Doogue, Raymond – Hook Line and Sinker – First published in 1967

Hook Line and Sinker by Raymond Doogue.

Hook Line and Sinker by Raymond Doogue.Hook Line and Sinker

by Raymond Doogue

Published by A.H. & A.W. Reed.  First published 1967, reprinted 1970, 1974, 1976. ISBN 0 589 00097 7 Size: 240mm x 160mm. 327 pp. There are 297 illustrations. Hardcover.

Though dated by modern standards and lacking in colour photographs Hook, Line and Sinker by Ray Doogue remains an interesting book by any measure. It contains 32 excellent chapters on a wide variety of subjects from making and using a Kon-Tiki fishing raft to Seacraft and their usage. Other subjects include Chartering a Boat, Lure Fishing, Watching the Weather, Fishing for different species, Strange Sea Creatures, Basic Tackle, Currents, Rough Seas, Surf Fishing, Big Game Fishing, and the Angler’s Workshop.

This work may be forty years old but is still well worth reading. Readily available from second-hand bookstores in New Zealand.

Hook, Line and Sinker by Raymond Doogue

Hook Line and Sinker by Raymond Doogue with the original 1967 first edition paper sleeve cover.
Hook Line and Sinker by Raymond Doogue with the original 1967 first edition paper sleeve cover.

Hook, Line and Sinker saltwater angling begin, for most Australian and New Zealand enthusiasts, with a primitive hand-line dangled from over the end of a wharf. It generally develops into a passion for the most sophisticated forms of the sport, surfcasting, or the pursuit of the great gamefish from specially equipped launches.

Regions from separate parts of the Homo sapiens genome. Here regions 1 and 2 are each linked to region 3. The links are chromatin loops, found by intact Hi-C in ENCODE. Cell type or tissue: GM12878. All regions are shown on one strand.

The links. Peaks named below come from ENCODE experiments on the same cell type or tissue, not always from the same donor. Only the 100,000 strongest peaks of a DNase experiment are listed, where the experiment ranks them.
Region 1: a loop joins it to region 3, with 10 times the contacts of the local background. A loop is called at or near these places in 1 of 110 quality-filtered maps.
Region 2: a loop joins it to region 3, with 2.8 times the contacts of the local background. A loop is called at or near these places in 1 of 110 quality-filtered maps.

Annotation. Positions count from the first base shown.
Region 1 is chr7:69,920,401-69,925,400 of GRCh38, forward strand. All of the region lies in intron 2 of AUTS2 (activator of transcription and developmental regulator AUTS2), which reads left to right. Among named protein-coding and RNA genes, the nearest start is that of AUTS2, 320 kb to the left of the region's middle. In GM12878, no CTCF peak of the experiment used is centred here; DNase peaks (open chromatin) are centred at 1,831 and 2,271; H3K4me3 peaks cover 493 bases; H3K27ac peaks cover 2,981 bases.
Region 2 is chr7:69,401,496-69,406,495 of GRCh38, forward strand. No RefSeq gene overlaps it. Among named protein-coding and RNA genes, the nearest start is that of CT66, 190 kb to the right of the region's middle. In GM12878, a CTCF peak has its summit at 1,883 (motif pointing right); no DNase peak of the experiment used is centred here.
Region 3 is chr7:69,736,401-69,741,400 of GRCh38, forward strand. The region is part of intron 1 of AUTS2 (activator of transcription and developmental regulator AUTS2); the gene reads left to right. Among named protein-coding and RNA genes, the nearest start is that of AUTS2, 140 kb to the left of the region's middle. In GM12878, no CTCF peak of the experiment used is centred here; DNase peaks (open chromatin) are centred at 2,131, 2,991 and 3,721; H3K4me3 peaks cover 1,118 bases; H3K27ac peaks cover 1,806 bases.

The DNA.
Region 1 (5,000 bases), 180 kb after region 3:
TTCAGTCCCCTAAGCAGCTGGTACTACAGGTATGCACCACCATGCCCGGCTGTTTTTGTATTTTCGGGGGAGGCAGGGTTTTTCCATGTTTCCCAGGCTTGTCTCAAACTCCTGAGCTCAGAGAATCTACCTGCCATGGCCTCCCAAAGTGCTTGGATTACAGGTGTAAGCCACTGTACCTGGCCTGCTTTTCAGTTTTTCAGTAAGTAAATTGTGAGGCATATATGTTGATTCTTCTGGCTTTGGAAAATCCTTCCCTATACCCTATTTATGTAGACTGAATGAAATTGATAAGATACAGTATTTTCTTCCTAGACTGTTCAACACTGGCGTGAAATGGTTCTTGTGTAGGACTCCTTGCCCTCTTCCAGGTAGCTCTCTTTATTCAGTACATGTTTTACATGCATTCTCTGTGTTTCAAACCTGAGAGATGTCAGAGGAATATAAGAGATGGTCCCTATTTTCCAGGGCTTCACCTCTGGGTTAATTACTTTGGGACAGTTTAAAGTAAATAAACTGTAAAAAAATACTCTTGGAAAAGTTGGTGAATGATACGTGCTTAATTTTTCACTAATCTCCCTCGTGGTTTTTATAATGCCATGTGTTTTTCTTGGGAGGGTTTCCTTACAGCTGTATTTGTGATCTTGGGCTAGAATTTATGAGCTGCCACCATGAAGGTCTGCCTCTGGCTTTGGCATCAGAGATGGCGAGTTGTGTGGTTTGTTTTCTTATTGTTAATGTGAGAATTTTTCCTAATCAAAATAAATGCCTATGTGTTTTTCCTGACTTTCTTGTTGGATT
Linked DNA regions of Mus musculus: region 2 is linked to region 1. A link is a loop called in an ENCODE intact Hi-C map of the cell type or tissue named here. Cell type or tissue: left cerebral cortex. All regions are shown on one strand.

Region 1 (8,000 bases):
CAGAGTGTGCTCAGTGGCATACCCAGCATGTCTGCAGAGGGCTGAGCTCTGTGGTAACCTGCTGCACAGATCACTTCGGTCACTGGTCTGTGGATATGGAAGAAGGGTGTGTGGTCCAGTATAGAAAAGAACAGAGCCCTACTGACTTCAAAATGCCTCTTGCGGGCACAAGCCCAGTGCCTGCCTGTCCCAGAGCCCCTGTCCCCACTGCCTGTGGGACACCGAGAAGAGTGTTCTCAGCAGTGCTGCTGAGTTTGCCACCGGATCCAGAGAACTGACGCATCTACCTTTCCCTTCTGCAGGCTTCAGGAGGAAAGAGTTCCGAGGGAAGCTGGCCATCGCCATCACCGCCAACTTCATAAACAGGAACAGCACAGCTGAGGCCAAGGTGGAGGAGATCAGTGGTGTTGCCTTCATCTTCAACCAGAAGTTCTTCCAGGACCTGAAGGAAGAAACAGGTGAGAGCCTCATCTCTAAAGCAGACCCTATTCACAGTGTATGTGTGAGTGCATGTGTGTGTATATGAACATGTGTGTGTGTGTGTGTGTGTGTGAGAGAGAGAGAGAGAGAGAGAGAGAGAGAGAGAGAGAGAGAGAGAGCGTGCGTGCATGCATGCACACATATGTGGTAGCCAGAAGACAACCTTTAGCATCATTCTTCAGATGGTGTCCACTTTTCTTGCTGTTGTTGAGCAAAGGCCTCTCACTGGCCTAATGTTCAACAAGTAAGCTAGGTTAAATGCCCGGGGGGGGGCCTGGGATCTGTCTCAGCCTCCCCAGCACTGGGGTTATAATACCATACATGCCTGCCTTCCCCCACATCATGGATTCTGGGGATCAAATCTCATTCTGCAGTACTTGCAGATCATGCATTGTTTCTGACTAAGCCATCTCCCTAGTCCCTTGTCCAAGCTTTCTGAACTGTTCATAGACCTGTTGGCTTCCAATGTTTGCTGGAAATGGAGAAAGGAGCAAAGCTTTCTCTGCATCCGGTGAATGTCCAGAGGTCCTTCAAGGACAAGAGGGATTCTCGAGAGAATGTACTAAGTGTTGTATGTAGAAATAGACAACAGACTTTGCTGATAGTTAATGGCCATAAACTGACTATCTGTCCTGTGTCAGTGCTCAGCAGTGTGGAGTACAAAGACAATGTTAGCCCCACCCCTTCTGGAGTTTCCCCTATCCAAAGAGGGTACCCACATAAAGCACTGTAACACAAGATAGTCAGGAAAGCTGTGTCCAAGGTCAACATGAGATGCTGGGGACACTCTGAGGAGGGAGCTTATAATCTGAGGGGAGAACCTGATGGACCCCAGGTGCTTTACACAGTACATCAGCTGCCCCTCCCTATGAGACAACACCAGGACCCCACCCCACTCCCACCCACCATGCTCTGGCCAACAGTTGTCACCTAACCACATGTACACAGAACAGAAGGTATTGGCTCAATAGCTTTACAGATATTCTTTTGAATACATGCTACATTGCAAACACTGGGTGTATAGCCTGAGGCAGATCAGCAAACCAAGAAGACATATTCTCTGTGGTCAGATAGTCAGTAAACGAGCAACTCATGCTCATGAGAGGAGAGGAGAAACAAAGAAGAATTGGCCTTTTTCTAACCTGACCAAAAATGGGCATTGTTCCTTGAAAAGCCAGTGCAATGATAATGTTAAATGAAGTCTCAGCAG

The author of this book has been a dedicated sea-angler all his life and has regularly practised every form of sea-fishing. To this practical dedication he has also brought an intensive study of the fish themselves, of their behaviour under varying conditions of weather, moon, tide, wind, temperature, and marine ecology, and of the tackle and tactics best adapted to outwit their
natural defences.

A particularly fascinating element of the book is the discussion of Maori beliefs relative to the optimum moon periods for catching fish, and the scientific basis for their success. The “Maori Calendar” deserves careful study by all anglers intent on improving their results.

The range of information offered on the relative efficiency of fishing methods, on the types of rods, reels, lines, hooks, baits, sinkers and ancillary equipment, is encyclopaedic. It is expanded and further clarified by the wealth of accurate illustration.

The book covers, in fact, the whole field of catching sea-fish for sport, and answers every query likely to be raised not only by anglers in Australia and New Zealand waters but by those on every coastline in the world.

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